Pietro Tonolo, Gil Goldstein, Steve Swallow & Paul Motian | Your Songs - The Music of Elton John

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Elton John Keith Jarrett Kenny Wheeler

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United States - NY - New York City

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Jazz: Crossover Jazz Jazz: Contemporary Jazz Moods: Type: Tributes
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Your Songs - The Music of Elton John

by Pietro Tonolo, Gil Goldstein, Steve Swallow & Paul Motian

A rich and moving take on the timeless pop music of Elton John by some of the jazz world's biggest headliners: Paul Motian, Steve Swallow, Gil Goldstein and Pietro Tonolo.
Genre: Jazz: Crossover Jazz
Release Date: 

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Tracks

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1. Blue Eyes
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4:54 album only
2. Tiny Dancer
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4:48 album only
3. Rocket Man
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5:18 album only
4. Your Song
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5:36 album only
5. The One
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6:02 album only
6. Goodbye Yellow Brick Road
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5:00 album only
7. Sorry Seems To Be The Hardest Word
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5:50 album only
8. White Street
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4:48 album only
9. Eplilogue: Semifonte
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3:15 album only
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ABOUT THIS ALBUM


Album Notes
It's impossible to discuss Jazz music in the past fifty years without discussing the work of Gil Goldstein, Paul Motian, and Steve Swallow. ObliqSound has brought these three legendary names, led by saxophonist Pietro Tonolo , together for the first time. With careers dating back 6 decades, members of the quartet have performed and recorded with the likes of Stan Getz, Bill Evans, and Bill Frisell.

Pietro Tonolo - Tenor & Soprano Saxophone - Classical music's loss was jazz's gain in 1979, when Pietro Tonolo gave up a career as a classical violinist to become one of the great jazz saxophonists. Around that time, he moved to Milan, where he played with some of Italy's best jazz musicians, including Franco D'Andrea, Luigi Bonafede, Larry Nocella, Massimo Urbani and Enrico Rava. In 1982, Tonolo joined the Gil Evans Orchestra, playing with musicians Steve Lacy, Lew Soloff and Ray Anderson. He later went on to perform in jazz clubs and on radio and television around Europe and the USA, both as a sideman and as a leader with his own band. Tonolo played regularly with Paul Motian's Electric Bebop Band from 1999 to 2004. Other notable collaborators have included the likes of Kenny Clarke, Roswell Rudd, Sal Nistico, Chet Baker, Lee Konitz, John Surman, George Lewis, Barry Altschul, Joe Chambers, Aldo Romano, Kenny Wheeler, Dave Holland and Tony Oxley, to name just a few.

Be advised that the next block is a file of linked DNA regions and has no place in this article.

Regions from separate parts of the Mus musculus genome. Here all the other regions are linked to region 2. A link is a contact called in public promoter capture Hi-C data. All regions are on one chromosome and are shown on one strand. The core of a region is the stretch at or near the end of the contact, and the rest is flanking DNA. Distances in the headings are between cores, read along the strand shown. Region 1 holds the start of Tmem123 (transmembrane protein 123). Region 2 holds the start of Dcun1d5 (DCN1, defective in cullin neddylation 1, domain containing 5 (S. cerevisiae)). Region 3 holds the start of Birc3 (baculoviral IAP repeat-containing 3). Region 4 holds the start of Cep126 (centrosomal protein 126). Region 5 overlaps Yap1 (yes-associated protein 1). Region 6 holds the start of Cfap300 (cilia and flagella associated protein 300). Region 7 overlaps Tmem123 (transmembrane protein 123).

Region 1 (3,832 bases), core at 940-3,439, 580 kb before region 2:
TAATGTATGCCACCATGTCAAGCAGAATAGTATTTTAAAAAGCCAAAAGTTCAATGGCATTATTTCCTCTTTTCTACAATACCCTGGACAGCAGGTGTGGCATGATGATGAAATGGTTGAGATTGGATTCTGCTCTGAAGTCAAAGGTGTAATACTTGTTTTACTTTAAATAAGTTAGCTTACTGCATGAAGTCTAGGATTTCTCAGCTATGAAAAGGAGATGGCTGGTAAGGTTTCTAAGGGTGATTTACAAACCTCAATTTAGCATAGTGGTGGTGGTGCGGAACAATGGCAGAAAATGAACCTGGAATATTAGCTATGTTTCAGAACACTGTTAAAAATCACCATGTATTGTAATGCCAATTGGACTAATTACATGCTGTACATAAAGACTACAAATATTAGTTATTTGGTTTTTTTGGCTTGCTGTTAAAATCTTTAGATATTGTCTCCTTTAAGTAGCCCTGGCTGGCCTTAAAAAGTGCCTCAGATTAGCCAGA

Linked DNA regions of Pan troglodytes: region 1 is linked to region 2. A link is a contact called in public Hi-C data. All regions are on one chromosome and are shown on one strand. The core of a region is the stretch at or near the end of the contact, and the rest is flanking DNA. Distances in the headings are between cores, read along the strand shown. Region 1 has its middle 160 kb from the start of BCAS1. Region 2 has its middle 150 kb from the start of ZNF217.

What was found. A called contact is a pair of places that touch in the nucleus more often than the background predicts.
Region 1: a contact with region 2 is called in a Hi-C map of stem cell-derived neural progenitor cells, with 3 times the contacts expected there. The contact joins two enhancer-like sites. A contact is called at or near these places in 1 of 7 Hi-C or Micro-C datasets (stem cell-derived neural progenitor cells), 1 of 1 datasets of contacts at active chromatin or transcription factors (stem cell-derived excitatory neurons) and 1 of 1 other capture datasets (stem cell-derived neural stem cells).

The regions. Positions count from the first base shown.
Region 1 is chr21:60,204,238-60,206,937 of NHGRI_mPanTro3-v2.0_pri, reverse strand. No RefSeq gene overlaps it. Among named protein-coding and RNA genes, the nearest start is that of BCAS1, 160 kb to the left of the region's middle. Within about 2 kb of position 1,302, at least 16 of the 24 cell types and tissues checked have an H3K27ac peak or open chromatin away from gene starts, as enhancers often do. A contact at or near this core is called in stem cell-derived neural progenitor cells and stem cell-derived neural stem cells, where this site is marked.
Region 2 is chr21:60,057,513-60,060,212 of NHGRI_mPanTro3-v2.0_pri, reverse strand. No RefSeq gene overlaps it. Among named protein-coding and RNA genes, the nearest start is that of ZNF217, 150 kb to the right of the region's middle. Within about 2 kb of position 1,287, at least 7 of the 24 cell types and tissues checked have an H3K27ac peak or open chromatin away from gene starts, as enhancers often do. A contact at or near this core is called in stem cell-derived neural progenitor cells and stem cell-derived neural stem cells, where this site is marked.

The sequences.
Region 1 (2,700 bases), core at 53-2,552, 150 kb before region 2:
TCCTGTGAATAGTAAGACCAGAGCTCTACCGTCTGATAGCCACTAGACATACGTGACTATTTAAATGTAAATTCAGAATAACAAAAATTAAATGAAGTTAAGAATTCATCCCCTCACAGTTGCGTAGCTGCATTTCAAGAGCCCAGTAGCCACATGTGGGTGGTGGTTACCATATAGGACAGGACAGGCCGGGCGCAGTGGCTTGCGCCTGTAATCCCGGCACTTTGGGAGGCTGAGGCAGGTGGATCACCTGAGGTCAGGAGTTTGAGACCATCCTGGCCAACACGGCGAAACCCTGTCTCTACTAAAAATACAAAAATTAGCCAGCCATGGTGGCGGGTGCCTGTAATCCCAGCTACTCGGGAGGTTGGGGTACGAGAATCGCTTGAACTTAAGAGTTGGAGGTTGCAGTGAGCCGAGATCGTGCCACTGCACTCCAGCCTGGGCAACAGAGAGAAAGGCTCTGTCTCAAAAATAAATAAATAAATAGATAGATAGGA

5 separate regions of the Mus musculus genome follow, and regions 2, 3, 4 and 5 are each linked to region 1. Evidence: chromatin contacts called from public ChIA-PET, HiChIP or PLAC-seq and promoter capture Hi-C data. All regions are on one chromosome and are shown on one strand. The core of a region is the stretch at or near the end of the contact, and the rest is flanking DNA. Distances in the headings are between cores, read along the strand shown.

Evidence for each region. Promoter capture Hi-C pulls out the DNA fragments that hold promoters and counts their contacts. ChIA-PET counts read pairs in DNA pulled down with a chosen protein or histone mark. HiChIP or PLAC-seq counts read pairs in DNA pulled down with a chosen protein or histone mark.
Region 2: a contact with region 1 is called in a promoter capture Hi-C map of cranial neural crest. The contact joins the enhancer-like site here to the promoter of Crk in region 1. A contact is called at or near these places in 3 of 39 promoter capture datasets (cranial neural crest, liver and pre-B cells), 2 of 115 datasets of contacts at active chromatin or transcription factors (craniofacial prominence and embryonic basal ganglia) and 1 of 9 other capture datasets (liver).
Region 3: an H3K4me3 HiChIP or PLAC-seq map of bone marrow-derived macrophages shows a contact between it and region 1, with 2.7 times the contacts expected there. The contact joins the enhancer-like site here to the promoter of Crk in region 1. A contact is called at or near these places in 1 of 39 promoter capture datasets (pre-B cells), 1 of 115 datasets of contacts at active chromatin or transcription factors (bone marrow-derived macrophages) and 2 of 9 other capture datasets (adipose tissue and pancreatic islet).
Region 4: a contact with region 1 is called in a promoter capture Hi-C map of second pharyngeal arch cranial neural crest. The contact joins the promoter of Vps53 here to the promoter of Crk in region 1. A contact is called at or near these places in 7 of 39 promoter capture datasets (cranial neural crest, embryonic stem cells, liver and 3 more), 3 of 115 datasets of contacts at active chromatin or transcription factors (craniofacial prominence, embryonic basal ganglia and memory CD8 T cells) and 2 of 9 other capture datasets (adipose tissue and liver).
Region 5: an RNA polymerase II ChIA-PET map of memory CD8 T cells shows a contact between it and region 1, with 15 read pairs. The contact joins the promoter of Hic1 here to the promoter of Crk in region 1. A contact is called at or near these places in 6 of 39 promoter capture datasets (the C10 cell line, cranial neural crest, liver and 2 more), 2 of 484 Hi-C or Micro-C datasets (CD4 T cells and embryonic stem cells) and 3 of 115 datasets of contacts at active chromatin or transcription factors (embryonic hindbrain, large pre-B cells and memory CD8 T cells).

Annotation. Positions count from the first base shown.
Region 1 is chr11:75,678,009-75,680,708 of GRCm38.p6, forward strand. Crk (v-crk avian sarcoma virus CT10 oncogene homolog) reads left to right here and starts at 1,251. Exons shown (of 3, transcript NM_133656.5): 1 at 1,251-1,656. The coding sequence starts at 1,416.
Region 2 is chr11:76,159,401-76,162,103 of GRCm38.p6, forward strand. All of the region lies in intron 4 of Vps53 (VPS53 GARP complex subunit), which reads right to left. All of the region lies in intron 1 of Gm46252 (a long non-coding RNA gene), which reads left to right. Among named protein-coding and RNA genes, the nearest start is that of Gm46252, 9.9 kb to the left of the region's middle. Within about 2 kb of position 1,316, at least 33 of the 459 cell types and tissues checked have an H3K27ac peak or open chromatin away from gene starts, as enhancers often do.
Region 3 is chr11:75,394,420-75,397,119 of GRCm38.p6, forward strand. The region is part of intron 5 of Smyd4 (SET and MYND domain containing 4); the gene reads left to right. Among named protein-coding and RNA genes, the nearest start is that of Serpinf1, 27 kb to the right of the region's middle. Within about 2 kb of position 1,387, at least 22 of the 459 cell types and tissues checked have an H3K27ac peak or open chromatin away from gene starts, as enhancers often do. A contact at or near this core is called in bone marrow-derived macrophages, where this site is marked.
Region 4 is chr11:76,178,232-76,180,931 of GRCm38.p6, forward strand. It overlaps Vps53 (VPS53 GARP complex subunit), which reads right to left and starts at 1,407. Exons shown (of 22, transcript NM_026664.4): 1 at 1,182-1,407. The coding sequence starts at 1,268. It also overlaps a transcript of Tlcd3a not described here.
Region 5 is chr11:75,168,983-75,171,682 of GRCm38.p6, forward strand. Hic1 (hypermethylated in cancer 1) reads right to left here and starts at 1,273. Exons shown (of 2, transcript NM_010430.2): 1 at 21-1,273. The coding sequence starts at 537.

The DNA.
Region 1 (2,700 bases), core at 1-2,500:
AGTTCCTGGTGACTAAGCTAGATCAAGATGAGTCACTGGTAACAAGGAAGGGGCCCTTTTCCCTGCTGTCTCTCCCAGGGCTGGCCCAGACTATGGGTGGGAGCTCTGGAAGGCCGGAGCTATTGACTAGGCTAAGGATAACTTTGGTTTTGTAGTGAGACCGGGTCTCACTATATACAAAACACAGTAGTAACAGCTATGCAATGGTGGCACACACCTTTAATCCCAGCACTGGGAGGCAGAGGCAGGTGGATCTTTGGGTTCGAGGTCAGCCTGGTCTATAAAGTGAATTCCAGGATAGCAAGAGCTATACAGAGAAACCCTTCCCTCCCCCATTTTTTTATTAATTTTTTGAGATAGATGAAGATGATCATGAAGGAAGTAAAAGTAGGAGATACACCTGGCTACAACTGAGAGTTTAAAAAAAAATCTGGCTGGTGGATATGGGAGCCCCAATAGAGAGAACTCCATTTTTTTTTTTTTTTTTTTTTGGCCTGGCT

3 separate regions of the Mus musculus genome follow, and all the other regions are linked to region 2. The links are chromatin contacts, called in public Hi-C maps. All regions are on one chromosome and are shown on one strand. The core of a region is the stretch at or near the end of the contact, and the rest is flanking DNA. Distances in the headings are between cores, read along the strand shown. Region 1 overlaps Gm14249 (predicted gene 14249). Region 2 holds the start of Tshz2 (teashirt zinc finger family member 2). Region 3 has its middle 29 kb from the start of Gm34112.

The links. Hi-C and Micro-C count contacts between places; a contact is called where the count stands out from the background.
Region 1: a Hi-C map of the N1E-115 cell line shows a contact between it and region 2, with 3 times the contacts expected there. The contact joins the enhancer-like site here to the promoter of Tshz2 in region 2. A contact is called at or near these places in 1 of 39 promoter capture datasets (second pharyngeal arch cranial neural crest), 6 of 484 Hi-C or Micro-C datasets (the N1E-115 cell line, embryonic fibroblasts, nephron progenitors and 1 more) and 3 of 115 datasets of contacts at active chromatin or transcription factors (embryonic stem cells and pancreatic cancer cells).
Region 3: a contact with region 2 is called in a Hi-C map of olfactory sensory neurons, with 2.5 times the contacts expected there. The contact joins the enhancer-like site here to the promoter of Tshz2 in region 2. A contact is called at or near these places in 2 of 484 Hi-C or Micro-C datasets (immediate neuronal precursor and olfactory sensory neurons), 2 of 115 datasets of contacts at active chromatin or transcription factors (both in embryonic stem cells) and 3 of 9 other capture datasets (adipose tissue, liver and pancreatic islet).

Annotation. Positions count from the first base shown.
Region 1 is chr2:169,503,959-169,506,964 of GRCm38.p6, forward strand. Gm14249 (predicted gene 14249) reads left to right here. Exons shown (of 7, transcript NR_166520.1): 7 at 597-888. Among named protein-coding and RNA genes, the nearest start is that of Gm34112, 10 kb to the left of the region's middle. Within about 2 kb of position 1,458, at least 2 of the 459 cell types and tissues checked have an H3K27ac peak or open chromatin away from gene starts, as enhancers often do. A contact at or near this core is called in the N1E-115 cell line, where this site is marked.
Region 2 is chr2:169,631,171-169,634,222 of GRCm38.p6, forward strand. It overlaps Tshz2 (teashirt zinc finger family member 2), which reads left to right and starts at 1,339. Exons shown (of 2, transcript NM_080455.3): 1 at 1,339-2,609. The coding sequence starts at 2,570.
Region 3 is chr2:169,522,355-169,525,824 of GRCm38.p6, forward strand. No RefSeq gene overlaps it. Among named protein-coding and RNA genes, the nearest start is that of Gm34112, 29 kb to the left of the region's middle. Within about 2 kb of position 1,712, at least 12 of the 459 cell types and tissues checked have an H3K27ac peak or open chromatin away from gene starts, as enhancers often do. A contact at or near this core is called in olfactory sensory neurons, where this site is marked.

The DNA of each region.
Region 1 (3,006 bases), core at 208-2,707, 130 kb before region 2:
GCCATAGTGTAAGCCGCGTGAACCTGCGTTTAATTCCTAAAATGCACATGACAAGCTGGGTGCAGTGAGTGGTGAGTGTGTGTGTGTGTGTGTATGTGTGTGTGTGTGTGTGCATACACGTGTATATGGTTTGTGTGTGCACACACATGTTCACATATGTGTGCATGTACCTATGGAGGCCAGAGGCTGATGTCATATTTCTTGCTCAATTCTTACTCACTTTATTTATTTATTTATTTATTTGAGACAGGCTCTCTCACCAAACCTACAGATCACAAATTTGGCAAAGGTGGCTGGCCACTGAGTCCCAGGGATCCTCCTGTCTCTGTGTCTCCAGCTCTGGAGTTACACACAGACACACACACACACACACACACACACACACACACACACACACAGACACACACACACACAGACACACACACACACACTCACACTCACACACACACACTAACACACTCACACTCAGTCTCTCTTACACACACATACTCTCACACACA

Gil Goldstein - Piano & Accordion- Three-time Grammy winner Gil Goldstein began studying accordion at age 5, before moving on to cello and piano. By 1973, after studying at Berklee College of Music, Goldstein was working with Pat Metheny, Lee Konitz and other masters. In the early 1980s, he began to play with the Gil Evans Orchestra and Wayne Shorter, and later resumed occasional accordion work, becoming a world-class accordion performer. Goldstein has arranged music for artists including Milton Nascimento, Randy Brecker, Wallace Roney, Al Jarreau, and David Sanborn, and has performed in and scored music for films such as De-Lovely and Little Buddha.

Steve Swallow - Bass - One of the most influential jazz composers and musicians of his time, Steve Swallow has redefined the jazz bass after switching from the acoustic to the electric instrument in 1968. He has collaborated during his career with legendary names as Paul Bley, Jimmy Giuffre, George Russell, Art Farmer, Jim Hall, Stan Getz and Gary Burton. Swallow plays in duet and trio with Carla Bley, his life companion, and regularly collaborates with John Scofield.

Paul Motian - Drums - A legendary name in the history of jazz, Paul Motian has been part of the revolutionary Bill Evans's trio between 1959 and 1964. He later collaborated with pianist Paul Bley and was part of the so-called Keith Jarrett "American" Quartet with Dewey Redman and Charlie Haden. An exceptional band leader, Motian created a unique ensemble in the early 1980s: a "bass-less" trio featuring guitarist Bill Frisell and saxophonist Joe Lovano, occasionally joined by guest musicians. In the 1990s, he also formed the Electric Bebop Band, a group dedicated to the interpretations of be-bop repertoire with drums, electric bass, two electric guitars and two tenor saxophones, including Pietro Tonolo.


Reviews


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Vince Mendoza, BC, Canada

Quietly charming and inspiring
Admittedly, I've always found Elton John's music to be totally sappy--until now. This album reveals what a great platform for improvisation his tunes are. All four musicians who make up this quartet recording are in top form, albeit Steve Swallow and Gil Goldstein in particular shine. (If you dig Swallow's playing, just check out "Your Song.") Thanks again CD Baby for letting me know the moment you had this CD in stock and for the usual excellent customer service!